Jay Baruchel
Birth Date:
April 9, 1982
Birth Place:
Ottawa, Ontario, Canada
5' 11½" (1.82 m)
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Jay Baruchel_080312
The Trotsky


“I am a proud Montrealer. Jobs will take me where they take me but nothing will ever be able to convince me to leave my home. If it were up to me every job would be somewhere in Canada.” Jay Baruchel

First coming to the attention of public for his scene stealing role as a Led Zeppelin adherent on the Oscar winner “Almost Famous” (2000), Canadian actor Jay Baruchel has since appeared in a number of films, such as “The Rules of Attraction” (2002), “Million Dollar Baby” (2004), “Fetching Cody” (2005), “Knocked Up” (2007), “Just Buried” (2007), “Real Time” (2008), “Tropic Thunder” (2008), “Nick and Norah's Infinite Playlist” (2008), “Fanboys” (2009), “Night at the Museum: Battle of the Smithsonian” (2009), “She's Out of My League” (2010) and “The Sorcerer's Apprentice” (2010). He won two U.S. Comedy Arts Festival Awards for playing the title role on “I'm Reed Fish” (2006) and received nominations at the Genie, the Vancouver Film Critics Circle and the Jutra Awards for his starring role in the Canadian comedy “The Trotsky” (2009). As the voice of Hiccup in the animated film “How to Train Your Dragon” (2010), the brown haired actor was handed an Annie Award  Baruchel has starred in the short lived television series “Undeclared” (Fox, 2001-2002), “The Stones” (CBS, 2004) and “Just Legal” (The WB, 2005).  

Baruchel's admirers should wait for his performance in upcoming film projects like “Cosmopolis,” “The Black Marks” (2013), “The Apocalypse” (2013) and “How to Train Your Dragon 2” (2014).  

Baruchel proposed actress Alison Pill over the 2010 holidays. He publicly announced their engagement when he thanked Pill during an acceptance speech at the 2011 Genie Awards in Ottawa, Canada. He was once romantically linked to actress Sarah Lind. Baruchel is an avid fan of the Montreal Canadiens hockey team and speaks French fluently. He and Seth Rogen are close friends.

Jonathan Adam Saunders Baruchel

Childhood and Family:

The son of Serge Baruchel, an antiques dealer, and Robyne Baruchel, a freelance writer,   Jonathan Adam Saunders Baruchel, who would later be popular as Jay Baruchel, was born on  April 9, 1982, in Ottawa, Ontario, Canada. The family relocated to Montreal, Quebec when he was still a kid. His sister, Taylor Baruchel, was born in 1987, when he was five years old, but his parents divorced nine years later. Jay is of French and Italian Sephardic Jewish extraction on his father's side and Irish, Prussian and English extraction on his mother's. He enrolled at the Fine Arts Core Educational School in Montreal, and started taking acting classes at the age of 12. He went to the same high school as William Shatner, Christopher Plummer, Mitsou and Melissa Auf der Maur.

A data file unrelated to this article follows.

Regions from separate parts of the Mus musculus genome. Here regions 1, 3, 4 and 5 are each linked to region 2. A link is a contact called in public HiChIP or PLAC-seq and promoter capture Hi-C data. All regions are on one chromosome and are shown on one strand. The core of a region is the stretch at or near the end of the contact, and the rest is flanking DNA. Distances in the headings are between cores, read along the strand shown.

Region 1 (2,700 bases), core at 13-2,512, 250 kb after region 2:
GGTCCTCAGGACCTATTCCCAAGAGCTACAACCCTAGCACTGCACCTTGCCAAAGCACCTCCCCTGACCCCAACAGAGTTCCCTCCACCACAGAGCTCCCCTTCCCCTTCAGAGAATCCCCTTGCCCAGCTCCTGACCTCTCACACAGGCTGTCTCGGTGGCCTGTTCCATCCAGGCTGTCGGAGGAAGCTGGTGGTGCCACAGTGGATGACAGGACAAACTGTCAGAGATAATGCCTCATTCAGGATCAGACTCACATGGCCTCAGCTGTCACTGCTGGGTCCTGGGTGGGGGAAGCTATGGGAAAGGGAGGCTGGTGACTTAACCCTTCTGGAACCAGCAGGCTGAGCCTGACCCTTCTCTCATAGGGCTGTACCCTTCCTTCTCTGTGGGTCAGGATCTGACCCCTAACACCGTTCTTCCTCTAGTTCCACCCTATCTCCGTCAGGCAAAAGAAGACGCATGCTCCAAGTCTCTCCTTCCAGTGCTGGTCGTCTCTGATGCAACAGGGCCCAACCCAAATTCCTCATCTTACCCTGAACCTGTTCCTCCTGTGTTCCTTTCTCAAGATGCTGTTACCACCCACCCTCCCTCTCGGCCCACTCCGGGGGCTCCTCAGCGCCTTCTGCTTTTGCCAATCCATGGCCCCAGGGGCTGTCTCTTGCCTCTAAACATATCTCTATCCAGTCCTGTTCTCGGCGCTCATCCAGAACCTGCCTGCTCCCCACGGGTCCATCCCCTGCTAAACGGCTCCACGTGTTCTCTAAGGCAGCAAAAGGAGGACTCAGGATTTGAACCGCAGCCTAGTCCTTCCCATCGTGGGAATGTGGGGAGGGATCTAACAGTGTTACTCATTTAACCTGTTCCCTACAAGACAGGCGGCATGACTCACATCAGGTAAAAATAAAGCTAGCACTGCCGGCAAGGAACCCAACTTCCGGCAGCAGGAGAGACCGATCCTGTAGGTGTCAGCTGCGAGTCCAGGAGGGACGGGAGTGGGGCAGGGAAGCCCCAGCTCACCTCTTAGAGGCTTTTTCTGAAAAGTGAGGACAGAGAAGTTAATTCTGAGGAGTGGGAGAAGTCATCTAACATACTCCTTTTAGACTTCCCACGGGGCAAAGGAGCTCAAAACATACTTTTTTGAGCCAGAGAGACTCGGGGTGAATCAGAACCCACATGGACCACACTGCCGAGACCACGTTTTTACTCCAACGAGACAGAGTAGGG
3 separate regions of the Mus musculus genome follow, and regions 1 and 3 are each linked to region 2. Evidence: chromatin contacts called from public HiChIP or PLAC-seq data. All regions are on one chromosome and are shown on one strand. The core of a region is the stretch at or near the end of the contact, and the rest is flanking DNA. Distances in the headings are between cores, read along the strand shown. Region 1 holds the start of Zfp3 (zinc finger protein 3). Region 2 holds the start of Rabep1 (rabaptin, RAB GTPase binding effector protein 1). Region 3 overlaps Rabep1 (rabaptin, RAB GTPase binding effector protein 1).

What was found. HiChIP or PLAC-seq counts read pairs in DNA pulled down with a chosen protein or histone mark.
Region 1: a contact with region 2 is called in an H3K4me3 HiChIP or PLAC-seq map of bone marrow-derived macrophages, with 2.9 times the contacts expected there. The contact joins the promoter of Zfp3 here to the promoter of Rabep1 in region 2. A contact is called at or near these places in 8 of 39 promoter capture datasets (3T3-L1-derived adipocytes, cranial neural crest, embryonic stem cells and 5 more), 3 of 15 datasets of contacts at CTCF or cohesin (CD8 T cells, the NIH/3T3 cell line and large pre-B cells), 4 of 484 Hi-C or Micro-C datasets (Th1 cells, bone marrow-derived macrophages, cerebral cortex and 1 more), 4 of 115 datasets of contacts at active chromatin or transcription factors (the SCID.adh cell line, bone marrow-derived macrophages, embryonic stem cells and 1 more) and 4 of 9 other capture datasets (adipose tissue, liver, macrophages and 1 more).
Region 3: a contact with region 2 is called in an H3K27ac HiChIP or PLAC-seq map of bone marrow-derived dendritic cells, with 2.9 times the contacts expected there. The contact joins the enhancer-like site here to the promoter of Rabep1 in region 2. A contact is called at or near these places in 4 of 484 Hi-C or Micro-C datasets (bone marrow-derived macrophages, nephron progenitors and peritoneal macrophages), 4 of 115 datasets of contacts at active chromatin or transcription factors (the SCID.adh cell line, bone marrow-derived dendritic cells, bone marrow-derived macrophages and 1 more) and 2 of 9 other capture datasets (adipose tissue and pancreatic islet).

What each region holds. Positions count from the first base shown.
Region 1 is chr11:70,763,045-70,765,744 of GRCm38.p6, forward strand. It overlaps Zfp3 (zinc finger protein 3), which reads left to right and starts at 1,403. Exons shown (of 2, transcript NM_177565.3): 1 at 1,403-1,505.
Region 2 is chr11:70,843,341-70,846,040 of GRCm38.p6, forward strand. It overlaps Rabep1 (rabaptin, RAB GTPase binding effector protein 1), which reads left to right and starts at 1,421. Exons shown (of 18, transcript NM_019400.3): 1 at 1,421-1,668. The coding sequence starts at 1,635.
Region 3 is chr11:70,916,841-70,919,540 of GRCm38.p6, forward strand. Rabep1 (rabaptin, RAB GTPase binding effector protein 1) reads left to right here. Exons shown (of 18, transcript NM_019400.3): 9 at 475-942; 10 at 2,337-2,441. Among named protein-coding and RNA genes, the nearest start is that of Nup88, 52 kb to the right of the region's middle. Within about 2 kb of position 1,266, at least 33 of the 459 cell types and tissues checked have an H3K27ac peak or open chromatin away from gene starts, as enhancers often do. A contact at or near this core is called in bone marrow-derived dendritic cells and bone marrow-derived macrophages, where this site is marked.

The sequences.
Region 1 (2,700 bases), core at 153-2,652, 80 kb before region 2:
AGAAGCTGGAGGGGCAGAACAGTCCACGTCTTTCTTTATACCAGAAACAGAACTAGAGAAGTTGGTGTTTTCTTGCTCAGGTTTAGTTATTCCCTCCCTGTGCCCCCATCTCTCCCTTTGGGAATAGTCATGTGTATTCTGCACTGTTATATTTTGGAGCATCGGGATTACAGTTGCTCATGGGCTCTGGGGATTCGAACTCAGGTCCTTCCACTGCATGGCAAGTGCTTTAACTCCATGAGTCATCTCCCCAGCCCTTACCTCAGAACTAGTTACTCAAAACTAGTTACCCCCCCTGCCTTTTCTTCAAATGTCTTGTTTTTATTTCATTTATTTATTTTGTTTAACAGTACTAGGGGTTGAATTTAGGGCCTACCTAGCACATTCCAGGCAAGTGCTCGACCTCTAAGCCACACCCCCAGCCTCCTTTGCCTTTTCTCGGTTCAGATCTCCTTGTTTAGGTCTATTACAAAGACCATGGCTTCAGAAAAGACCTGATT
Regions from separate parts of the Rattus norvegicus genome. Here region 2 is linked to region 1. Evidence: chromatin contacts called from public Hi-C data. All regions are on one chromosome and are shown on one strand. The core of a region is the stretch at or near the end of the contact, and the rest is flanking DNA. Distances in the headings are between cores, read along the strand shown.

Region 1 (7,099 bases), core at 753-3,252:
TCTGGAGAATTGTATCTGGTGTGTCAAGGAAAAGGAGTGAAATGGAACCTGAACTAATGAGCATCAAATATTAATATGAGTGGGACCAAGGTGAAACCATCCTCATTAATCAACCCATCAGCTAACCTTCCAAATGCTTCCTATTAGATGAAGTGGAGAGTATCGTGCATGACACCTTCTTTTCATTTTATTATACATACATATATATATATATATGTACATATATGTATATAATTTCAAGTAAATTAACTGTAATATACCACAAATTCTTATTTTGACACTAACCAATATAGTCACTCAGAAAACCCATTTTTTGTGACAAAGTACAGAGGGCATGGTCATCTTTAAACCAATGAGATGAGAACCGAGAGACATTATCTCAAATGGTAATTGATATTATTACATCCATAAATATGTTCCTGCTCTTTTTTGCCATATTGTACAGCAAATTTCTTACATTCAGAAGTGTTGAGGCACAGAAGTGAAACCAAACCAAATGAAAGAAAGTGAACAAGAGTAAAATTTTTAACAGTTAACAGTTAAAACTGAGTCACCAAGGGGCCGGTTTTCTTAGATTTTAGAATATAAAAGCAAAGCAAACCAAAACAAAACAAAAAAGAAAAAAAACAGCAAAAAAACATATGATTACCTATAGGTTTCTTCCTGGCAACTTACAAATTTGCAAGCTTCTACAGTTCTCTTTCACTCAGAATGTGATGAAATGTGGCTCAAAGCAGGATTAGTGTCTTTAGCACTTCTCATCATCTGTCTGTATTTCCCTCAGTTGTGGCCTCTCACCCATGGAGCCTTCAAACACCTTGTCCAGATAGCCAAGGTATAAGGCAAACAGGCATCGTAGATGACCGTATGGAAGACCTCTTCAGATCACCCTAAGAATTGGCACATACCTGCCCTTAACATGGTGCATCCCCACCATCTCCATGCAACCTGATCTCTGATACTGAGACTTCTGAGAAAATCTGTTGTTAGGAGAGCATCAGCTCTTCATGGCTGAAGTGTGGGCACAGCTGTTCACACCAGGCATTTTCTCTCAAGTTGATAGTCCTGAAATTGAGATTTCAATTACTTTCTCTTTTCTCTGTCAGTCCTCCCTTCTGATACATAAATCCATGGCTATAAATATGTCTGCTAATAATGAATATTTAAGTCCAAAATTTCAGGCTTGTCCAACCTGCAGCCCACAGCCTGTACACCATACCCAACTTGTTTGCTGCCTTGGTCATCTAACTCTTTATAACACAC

Almost Famous


Jay Baruchel got his first acting job at age 13 when he played Joe in an episode of the Nickelodeon/YTV horror series, “Are You Afraid of the Dark?” (1995). He moved on to have a regular role on the Canadian children's show, “My Hometown” (YTV, 1996), which chronicled the adventures of a group of Canadian teens. From 1997 to 1998, he became a host on the educational television series “Popular Mechanics for Kids,” which based on “Popular Mechanics” magazine. 1998 also saw him make a guest appearance in the British children's fantasy series “The Worst Witch” (ITV, 1998-2001), starring Georgina Sherrington, Felicity Jones, Una Stubbs and Jessica Fox.

After having small roles in two Canadian films, “Who Gets the House?,” a comedy/drama directed by Timothy J. Nelson and starring Ricky Mabe, Elisha Cuthbert and Sophie Lorain, and “Running Home,” which starred Kristian Ayre and Claudia Christian (both 1999), Baruchel delivered a memorable performance as fanatic Led Zeppelin follower Vic Munoz on the American comedy/drama film “Almost Famous” (2000), which was directed, written and produced by Cameron Crowe and starred Patrick Fugit, Billy Crudup and Kate Hudson. Though it was a flop at the box office, the film received generally positive reviews from critics and was nominated for four Academy Awards, one of which led to an award to Crowe for his screenplay.

After “Almost Famous,” Baruchel was cast in the leading role of Steven Karp, a clumsy college student, on the  Judd Apatow created sitcom “Undeclared,” whose regular cast also included Carla Gallo, Charlie Hunnam, Monica Keena, Christina Payano, Seth Rogen, Timm Sharp and Loudon Wainwright. The show ran on the Fox network for a single season from September 25, 2001 until March 12, 2002. He co-starred with Robert Bogue and Christopher Heyerdahl in the action/coemdy film “Matthew Blackheart: Monster Smasher,” which was released directly to video in the US on February 19, 2002, and portrayed Harry, a French exchange student and friend of Paul (played by Ian Somerhalder), on the Roger Avary satirical dark comedy film,“The Rules of Attraction” (2002), which was based on the novel of the same name by Bret Easton Ellis. In 2003, he played Jeremy Curran on   the New Zealand/Canada/UK co-production “Nemesis Game,” opposite Carly Pope, Adrian Paul and Ian McShane.